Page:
Fulton Science Academy High School in Alpharetta could lose its public school charter and be forced to close at the end of the school year, in part, for illegally making students pay for mandatory classes.
Robert Avossa, superintendent of Fulton County Schools, plans to ask the school board Tuesday to begin the process of revoking the school’s charter on multiple grounds, including charging seniors $500 and requiring them to go online for classes needed for graduation.
If approved, the closing would be effective in June.
Officials with the high school did not return calls seeking comment. They will be entitled to a hearing.
The academy’s sister middle school lost its charter, closed and reopened as a private school earlier this year based on some of the same complaints about management, record-keeping and transparency now facing the high school. This includes a decision by the leadership of both schools and a sister elementary school last year to take out — and then quickly default on — an $18.9 million construction loan.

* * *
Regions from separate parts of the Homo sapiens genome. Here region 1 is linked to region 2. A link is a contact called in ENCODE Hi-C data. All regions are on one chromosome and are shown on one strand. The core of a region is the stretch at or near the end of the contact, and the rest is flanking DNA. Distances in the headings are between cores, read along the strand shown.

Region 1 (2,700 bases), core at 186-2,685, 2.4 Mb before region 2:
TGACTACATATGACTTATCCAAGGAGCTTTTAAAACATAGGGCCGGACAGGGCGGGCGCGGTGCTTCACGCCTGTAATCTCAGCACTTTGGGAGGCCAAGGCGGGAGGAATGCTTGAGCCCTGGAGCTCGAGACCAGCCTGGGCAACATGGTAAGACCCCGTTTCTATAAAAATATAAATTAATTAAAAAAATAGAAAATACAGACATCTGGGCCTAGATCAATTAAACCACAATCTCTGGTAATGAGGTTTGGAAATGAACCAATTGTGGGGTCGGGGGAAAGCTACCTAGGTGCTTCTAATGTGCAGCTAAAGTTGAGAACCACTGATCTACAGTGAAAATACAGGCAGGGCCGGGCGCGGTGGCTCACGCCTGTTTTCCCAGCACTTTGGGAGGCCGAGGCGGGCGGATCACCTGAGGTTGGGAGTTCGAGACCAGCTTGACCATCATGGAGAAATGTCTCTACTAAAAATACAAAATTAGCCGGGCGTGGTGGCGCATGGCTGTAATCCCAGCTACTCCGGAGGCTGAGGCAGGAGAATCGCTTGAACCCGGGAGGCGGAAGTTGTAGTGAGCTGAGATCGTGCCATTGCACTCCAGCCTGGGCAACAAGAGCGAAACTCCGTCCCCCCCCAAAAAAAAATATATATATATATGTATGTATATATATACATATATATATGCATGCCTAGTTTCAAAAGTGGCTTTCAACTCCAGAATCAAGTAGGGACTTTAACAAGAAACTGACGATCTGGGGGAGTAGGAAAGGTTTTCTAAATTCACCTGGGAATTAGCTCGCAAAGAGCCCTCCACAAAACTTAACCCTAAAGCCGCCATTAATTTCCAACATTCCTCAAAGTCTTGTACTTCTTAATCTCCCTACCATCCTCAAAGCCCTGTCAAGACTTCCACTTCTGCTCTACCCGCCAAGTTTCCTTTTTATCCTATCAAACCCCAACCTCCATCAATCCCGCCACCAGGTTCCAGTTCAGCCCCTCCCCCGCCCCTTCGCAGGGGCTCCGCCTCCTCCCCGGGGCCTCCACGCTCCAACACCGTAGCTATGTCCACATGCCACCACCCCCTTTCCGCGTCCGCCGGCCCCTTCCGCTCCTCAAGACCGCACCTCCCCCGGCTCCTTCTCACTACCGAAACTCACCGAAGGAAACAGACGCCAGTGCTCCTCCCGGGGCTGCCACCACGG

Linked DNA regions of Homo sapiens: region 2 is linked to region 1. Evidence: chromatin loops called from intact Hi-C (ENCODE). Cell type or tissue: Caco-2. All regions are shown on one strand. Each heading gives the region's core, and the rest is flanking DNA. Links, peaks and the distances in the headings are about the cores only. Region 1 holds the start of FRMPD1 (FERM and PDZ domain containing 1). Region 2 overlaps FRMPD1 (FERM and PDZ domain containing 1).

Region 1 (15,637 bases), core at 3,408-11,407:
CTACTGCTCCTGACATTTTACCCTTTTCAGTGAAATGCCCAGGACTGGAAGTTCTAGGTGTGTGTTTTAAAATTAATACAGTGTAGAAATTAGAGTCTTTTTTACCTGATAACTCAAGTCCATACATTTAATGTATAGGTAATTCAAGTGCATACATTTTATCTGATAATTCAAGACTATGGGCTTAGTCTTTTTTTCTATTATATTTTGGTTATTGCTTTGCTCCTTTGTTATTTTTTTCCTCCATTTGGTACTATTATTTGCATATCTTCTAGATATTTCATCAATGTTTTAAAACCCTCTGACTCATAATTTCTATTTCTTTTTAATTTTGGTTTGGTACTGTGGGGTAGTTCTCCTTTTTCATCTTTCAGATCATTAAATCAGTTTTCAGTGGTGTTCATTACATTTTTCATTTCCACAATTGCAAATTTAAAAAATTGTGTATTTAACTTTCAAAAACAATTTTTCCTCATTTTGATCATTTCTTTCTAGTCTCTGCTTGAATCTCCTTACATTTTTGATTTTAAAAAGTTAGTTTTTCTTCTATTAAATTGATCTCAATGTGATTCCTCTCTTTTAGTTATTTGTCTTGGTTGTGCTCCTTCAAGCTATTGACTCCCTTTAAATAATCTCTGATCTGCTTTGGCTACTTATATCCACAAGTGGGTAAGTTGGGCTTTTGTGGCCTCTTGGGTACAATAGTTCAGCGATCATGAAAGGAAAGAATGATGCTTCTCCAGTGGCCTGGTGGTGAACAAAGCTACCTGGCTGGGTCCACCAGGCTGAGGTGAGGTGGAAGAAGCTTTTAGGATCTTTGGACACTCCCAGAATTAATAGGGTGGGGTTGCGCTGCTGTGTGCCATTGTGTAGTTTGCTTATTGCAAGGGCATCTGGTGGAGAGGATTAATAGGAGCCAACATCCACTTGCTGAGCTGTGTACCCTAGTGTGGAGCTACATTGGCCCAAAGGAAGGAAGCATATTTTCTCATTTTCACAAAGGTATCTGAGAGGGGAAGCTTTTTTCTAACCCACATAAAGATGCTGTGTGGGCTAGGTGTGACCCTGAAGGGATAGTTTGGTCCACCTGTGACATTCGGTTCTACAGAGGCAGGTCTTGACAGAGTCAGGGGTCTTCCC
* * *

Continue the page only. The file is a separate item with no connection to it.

Kenneth Zeff, the school system’s new chief strategy and innovation officer, said public schools may have latitude to charge students for some elective courses, but not for classes required for graduation.
“That violates the integrity of public education,” Zeff said. “It has a chilling affect on who attends your school.”.
He said the charter high school’s decision to charge students for classes is likely due to the school’s larger problem of being unable to connect to the community.
The school, which auditors found had some connections to supporters of Fethullah Gulen, a prominent Turkish imam, has been unable in seven years to reach the enrollment goal of 350 promised in its charter application to Fulton County Schools, Zeff said.
“It stems from the fact there’s no outcry from the community, no support for this school,” he said.
The school now has 250 students, a very small enrollment for a high school, and has “cut too many corners,” Zeff said.
He met with members of the school’s board Monday to discuss Avossa’s planned recommendation to the board.
Avossa said the school system is committed to helping students who want to transition into other county schools immediately or, if the school board approves, after the academy closes as a public school.
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